With the election behind us and President Obama settling in for a second term, the healthcare industry can look forward to a more certain regulatory landscape in which the federal government will likely move full steam ahead on health reform. In this post-election landscape, the following issues and challenges come into focus:

  • The rapid implementation schedule for state and federally-run health insurance exchanges; 
  • State government decision-making on expanding Medicaid programs;
  • The fiscal cliff’s effect on the American healthcare system and the urgent need to rein in medical costs;
  • A muddled verdict on voter preferences for Medicare reform; and
  • The Patient Protection and Affordable Care Act’s (PPACA’s) remaining legal and legislative challenges.

Health Insurance Exchanges

Medicaid Expansion

The Fiscal Cliff’s Effect on Healthcare

The fiscal cliff, an automatic set of major tax and spending policy changes beginning January 1, 2013, applies considerable pressure on both political parties to make healthcare spending cuts as part of the deal to avoid "going over the cliff." President Obama and Speaker Boehner said they would work together on healthcare spending reform:

  • On November 8, Speaker Boehner stated that the alternative to going over the Fiscal Cliff involves making "real changes to the financial structure of entitlement programs." 
  • The next day, President Obama stated: "I intend to work with both parties to do more, and that includes making reforms that will bring down the cost of health care, so we can strengthen programs like Medicaid and Medicare for the long haul."
  • However, on November 21, Speaker Boehner published an op-ed declaring that Obamacare is unaffordable and "has to stay on the table as both parties discuss ways to solve our nation’s massive debt challenge."

Pressure to reduce spending could mean limiting insurance premium subsidies in the exchanges, cutting back Medicaid payments to primary care doctors, and making major structural and payment reform in the Medicare Program. The main goal for both the public and private healthcare sectors is to contain costs. As Karen Ignagni, President and CEO of America’s Health Insurance Plans, has stated, with the presidential election decided and PPACA set to increase coverage through the insurance exchanges and Medicaid expansion, the healthcare industry will change its focus from expanding the insurance market to reining in healthcare costs.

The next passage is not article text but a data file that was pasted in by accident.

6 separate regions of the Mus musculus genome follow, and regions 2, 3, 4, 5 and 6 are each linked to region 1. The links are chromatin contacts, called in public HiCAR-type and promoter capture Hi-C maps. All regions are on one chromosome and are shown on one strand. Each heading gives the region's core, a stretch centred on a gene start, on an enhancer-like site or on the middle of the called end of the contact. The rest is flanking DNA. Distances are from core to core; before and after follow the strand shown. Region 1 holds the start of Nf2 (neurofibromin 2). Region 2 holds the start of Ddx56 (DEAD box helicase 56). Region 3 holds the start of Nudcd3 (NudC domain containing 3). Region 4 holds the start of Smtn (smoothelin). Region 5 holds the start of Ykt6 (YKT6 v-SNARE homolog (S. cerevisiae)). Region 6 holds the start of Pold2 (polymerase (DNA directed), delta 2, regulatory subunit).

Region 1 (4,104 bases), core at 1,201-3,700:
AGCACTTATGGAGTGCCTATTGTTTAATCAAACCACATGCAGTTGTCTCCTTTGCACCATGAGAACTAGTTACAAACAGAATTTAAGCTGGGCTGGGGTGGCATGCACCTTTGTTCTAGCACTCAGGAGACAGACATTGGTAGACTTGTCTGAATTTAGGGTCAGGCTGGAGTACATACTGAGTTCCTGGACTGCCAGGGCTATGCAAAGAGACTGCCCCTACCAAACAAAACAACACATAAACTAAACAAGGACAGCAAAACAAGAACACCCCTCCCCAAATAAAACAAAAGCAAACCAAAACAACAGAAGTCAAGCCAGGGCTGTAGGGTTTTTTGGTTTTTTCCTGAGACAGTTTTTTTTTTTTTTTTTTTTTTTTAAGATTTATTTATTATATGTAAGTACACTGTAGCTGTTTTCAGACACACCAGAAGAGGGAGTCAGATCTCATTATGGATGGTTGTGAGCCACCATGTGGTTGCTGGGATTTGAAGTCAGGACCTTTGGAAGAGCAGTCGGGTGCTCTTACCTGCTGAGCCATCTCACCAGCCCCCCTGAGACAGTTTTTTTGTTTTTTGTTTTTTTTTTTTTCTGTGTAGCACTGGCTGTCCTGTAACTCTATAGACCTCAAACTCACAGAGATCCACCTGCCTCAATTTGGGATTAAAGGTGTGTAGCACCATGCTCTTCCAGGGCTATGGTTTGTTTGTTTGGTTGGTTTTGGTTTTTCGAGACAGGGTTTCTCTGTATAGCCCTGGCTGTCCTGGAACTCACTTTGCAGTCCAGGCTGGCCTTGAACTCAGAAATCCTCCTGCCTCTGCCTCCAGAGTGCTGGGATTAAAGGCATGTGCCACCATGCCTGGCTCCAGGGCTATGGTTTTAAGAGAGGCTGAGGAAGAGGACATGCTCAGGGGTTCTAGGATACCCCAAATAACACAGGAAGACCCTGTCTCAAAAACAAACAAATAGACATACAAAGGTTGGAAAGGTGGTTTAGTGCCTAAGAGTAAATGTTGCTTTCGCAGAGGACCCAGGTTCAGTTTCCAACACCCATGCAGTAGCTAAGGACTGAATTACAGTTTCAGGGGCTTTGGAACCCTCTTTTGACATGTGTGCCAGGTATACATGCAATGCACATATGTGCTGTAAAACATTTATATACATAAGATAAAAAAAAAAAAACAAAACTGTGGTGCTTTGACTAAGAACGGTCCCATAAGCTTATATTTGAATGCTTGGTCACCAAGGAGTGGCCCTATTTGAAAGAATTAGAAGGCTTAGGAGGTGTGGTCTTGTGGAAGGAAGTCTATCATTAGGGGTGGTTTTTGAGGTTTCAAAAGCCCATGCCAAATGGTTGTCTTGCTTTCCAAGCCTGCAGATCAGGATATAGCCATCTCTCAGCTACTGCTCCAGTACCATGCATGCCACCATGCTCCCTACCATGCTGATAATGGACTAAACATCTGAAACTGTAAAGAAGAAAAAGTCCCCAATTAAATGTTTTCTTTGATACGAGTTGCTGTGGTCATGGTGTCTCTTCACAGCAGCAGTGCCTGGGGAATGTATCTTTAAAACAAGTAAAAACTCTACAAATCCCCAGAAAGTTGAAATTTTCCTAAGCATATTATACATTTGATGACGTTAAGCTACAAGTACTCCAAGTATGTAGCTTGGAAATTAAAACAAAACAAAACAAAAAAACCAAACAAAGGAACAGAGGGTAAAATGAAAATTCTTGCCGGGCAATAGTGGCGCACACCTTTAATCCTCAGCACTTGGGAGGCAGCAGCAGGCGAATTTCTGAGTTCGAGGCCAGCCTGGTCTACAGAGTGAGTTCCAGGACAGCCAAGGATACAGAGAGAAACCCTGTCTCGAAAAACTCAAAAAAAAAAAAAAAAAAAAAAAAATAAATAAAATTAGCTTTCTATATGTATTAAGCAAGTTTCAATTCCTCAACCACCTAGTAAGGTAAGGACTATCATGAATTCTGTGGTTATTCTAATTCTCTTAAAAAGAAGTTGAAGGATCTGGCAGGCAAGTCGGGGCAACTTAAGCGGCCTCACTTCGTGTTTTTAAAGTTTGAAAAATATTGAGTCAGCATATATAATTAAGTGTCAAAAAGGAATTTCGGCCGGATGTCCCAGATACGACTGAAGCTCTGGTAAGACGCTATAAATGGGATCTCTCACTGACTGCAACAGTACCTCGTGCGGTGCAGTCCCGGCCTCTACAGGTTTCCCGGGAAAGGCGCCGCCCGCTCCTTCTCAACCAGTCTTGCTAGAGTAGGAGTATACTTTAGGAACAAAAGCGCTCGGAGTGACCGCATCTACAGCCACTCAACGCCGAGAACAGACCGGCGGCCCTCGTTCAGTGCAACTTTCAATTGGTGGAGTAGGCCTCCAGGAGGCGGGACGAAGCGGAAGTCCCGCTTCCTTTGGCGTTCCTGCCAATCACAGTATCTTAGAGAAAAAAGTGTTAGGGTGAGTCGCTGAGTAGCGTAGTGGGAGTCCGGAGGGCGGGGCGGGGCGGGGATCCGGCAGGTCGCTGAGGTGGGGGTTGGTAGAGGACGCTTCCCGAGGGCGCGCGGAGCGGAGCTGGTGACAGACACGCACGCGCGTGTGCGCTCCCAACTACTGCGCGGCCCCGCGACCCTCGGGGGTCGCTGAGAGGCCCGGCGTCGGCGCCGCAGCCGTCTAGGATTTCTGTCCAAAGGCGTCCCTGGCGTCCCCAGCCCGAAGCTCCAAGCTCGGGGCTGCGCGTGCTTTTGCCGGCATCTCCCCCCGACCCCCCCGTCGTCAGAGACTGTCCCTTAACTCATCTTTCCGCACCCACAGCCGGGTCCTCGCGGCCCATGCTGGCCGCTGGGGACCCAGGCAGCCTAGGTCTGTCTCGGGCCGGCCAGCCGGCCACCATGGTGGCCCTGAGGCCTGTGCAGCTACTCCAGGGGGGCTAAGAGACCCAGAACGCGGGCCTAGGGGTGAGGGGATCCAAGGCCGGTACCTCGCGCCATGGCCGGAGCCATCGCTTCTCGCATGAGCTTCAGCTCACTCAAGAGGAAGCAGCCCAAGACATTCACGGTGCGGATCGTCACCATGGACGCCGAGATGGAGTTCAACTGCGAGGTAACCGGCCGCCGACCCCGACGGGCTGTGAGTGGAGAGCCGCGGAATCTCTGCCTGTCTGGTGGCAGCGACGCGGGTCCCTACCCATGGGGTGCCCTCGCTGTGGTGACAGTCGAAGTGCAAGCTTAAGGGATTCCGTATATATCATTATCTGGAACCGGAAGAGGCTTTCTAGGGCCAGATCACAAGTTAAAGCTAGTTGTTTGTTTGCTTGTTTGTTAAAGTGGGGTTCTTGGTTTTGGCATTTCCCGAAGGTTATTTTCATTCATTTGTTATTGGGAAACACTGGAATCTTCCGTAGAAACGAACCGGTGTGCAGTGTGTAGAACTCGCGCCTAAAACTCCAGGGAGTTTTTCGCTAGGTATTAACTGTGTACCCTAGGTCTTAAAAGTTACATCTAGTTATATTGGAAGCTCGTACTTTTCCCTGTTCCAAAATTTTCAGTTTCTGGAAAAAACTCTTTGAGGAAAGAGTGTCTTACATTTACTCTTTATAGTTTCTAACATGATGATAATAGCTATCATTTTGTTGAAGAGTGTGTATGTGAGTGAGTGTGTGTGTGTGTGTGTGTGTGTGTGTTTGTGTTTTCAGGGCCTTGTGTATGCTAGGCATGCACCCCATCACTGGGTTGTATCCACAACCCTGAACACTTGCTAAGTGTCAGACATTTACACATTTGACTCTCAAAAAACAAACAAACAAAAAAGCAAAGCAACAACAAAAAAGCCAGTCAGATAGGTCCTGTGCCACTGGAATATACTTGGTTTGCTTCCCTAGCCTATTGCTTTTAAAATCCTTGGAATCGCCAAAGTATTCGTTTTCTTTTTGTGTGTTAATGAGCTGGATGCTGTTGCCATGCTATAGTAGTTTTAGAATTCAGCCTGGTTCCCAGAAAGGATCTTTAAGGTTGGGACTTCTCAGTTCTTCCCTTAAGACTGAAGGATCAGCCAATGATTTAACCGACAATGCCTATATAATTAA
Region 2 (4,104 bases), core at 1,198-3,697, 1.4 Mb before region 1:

Muddled Verdict on Voter Preferences for Medicare Reform

By preserving the current balance of power, the election – which brought Paul Ryan’s Premium Support Plan to the national spotlight – does not give a green light to either party on its Medicare reform proposals. Yet, barring interruption to PPACA’s implementation, Medicare will undergo significant changes under PPACA, including the following:

Conclusion: PPACA Survives, with Legal Challenges

President Obama’s reelection and the sustained Democratic majority in the Senate guarantees PPACA’s survival, but opponents continue to press forward on making the following legal challenges:

  • The federal insurance subsidies do not apply in states that abstain from running their own exchanges (and therefore, since the health law exempts people from the individual mandate to have insurance coverage if coverage is not affordable, and since insurance coverage would not be affordable for many people in the absence of subsidies, the individual mandate cannot apply to those people in such states).
  • The individual and employer mandates violate the right to free exercise of religion, especially in the case of contraception requirements.
  • The law is invalid because it originated in the Senate, whereas the Constitution requires tax legislation to come from the House.

In immediate terms, as outlined by Ms. Ignagni, President Obama’s reelection gives the health industry certainty that PPACA’s implementation will proceed. It remains unclear if the remaining legal challenges will alter this course.